Standardized/Simulated Patient (SP) Program
Thank you for your interest in the SP program at the Clinical
Simulation Laboratory (CSL) at the University of Vermont.
Who are we: The SP program began in the Larner College of Medicine in the mid-90s and has
grown to include the College of Nursing and Health Sciences and the University of Vermont
Medical Center and Network. Currently we have about 70 people in our program ranging in age
from babies with their caregivers, to people in their 80s. The program is overseen by the Director
of Simulation and Education for the CSL and the SP Educators. SP Educators develop educational
programs for SPs and oversee the recruitment, training, assigning work and providing ongoing
professional development. We consult the Standards of Best Practice published by the Association
of SP Educators. https://www.aspeducators.org/
What does an SP do: An SP is a person who has been trained to portray a real patient's case in a
learning or testing scenario that is linked to goals and objectives that the learners are expected to
achieve. The SP provides learners with opportunities to practice their professionalism,
patient/family centered communication skills, medical history, and physical exam skills in a safe
and supportive learning environment before seeing patients in an office or hospital setting. SPs
play a key role in assessment activities for learners.
What we look for in prospective SPs: SPs come from all walks of life in the community. This work can be interesting and rewarding but
not for everyone.
This type of work suits people who:
Have a flexible schedule: As a part-time temporary employee, there is no set schedule or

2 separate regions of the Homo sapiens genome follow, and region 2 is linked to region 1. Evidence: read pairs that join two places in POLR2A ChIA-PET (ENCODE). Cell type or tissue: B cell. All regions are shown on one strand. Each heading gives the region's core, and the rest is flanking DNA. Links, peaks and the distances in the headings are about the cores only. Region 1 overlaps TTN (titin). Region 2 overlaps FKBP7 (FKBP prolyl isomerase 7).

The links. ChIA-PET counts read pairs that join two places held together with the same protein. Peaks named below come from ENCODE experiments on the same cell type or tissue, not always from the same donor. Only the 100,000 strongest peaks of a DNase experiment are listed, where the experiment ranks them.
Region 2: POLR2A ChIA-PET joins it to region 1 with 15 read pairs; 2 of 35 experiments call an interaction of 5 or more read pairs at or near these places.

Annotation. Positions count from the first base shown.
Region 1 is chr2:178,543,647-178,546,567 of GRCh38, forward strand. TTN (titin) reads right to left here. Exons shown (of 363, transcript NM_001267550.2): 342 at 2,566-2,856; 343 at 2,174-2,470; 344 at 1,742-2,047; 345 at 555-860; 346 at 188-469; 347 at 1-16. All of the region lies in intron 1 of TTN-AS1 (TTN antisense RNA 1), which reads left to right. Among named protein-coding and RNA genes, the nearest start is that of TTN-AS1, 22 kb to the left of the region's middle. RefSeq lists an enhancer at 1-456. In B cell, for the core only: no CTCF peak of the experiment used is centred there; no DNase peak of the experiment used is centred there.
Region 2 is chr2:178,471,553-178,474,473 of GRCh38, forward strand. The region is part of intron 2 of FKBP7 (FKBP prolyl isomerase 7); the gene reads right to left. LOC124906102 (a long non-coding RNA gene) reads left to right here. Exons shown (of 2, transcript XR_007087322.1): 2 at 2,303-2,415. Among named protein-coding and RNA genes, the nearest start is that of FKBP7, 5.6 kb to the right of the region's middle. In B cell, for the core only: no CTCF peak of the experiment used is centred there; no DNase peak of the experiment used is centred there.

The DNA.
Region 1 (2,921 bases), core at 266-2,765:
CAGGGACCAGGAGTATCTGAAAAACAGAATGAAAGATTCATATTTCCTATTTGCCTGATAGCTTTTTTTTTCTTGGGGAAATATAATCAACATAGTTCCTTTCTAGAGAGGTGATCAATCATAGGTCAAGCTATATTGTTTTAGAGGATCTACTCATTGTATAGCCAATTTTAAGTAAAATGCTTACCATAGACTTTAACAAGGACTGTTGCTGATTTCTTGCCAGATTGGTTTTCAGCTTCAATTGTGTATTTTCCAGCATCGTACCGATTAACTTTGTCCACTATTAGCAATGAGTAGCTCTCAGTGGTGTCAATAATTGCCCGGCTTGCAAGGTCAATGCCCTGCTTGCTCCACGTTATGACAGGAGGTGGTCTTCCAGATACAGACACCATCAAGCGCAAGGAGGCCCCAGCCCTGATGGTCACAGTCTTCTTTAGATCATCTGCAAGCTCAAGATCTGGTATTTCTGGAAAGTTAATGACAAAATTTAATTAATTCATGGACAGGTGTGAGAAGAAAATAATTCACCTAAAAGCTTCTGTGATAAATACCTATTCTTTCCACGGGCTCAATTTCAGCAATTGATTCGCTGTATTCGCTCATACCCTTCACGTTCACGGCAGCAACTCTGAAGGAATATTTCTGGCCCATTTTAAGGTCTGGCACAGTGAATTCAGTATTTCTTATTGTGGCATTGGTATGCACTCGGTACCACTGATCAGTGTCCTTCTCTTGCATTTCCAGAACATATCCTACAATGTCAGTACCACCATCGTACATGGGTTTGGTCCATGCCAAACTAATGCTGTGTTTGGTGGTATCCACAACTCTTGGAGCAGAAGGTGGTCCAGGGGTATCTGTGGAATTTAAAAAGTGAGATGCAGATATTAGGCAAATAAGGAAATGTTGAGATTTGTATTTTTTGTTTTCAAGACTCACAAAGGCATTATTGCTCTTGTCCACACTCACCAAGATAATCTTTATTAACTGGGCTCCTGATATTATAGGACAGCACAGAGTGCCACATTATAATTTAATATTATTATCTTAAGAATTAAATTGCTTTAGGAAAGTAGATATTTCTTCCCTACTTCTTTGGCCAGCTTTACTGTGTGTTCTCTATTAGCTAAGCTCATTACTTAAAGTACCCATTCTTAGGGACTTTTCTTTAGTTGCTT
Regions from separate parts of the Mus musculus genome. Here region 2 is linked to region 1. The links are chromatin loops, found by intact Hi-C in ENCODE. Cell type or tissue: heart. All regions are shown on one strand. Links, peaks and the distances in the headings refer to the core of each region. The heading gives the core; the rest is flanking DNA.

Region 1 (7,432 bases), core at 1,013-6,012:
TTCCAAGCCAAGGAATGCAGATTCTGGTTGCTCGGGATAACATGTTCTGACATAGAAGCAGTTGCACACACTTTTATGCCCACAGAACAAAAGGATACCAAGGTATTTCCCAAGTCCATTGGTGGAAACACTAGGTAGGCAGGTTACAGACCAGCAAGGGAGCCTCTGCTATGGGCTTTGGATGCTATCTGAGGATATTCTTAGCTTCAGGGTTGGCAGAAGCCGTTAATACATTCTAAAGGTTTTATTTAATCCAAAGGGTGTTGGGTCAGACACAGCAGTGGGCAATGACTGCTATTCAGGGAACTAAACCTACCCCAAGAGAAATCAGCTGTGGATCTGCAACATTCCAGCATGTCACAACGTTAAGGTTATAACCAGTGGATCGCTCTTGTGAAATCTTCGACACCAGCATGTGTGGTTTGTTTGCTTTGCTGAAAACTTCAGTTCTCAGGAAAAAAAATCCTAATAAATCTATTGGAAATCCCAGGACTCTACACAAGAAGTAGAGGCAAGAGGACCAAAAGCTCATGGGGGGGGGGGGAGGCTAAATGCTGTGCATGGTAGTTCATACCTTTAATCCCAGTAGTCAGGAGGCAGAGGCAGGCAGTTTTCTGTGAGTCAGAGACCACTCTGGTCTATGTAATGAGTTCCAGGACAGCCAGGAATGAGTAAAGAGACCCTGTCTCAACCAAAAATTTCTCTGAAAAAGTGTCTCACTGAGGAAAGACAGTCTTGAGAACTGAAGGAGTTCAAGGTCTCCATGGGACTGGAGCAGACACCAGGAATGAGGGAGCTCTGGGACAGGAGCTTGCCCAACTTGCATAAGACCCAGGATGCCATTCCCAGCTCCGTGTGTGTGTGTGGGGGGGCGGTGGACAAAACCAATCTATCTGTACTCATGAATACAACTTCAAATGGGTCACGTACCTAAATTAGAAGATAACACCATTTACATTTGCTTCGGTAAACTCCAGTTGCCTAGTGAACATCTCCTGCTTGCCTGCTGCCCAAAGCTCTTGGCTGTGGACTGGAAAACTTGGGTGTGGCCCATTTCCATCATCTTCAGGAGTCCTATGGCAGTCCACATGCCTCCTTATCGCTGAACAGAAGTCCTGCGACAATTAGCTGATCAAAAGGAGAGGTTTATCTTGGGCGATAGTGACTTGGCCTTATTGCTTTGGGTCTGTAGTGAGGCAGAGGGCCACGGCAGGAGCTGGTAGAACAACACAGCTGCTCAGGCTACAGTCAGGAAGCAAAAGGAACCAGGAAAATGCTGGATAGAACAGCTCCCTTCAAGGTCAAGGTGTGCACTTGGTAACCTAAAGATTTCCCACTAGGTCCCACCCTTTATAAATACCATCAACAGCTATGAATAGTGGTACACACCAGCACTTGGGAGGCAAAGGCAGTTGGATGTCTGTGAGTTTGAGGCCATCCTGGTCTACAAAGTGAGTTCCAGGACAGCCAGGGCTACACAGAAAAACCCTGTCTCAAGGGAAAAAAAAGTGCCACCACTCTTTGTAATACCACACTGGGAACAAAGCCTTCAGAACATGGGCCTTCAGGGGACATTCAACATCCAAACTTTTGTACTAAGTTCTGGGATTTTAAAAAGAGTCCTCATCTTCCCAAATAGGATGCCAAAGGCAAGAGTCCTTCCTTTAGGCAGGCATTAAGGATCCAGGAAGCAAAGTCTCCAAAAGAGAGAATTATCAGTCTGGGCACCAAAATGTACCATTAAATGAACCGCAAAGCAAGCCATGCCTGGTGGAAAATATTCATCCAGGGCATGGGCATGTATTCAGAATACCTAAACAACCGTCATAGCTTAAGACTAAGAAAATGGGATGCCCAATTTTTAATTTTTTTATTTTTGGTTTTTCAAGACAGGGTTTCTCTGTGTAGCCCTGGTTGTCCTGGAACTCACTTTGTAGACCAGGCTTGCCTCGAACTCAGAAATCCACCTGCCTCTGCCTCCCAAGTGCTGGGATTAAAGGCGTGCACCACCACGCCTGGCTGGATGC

guarantee of hours, as the needs of the program vary from month to month. While most work
hours would be during the day, there are occasions when we need people to work evenings
Ease with people: Because we work with so many different learners in so many different
stages of training, it is important to be comfortable with your health and working with health
professional students and clinicians.
Committed to UVM’s focus on preparing learners to live in a diverse and changing world:
Diversity, Equity and Inclusion: To achieve excellence, it is very important to be able to work
well with others regardless of gender identity, sexual orientation, ethnicity/skin color,
religious/spiritual affiliation, age, or physical characteristics. https://www.uvm.edu/diversity
Solid work ethic and commitment to professionalism: Shown by: Being professional in relationships with learners, faculty and CSL staff. Being punctual and prepared
o Following directions in role portrayal and assessment. Hearing and using feedback provided by the SPEs to improve performance, and Following all CSL and UVM policies and procedures.
Comfortable with technology: Requires a working email address, and capability to learn the
CSL and UVM technology programs with associated passwords and online video conferencing
Comfortable "being on stage": While you are not physically on a stage, you are performing a
part. You are likely to need to perform that same part over and over again, within a 4-8 hour
period, as each learner gets a chance to interact with your case.
Good memory: You will need to memorize all the details about the case you are portraying and
be consistent across learners.
Good listening and observation skills: You may be giving the learners verbal or written
feedback about their performance, and you will need to be "in role" and observing at the same
Enjoy working with a group of people who are truly committed to making a difference in the
education of our future health care providers, one learner at a time.
Payment: SPs are part time employees of UVM. SPs are paid for training and working
with learners at a rate of $20.00 per hour for most sessions.
Shirley McAdam CHSE
If you are interested, please fill out the questionnaire below and return it to Nicole Heneveld
2022 SP Recruitment Questionaire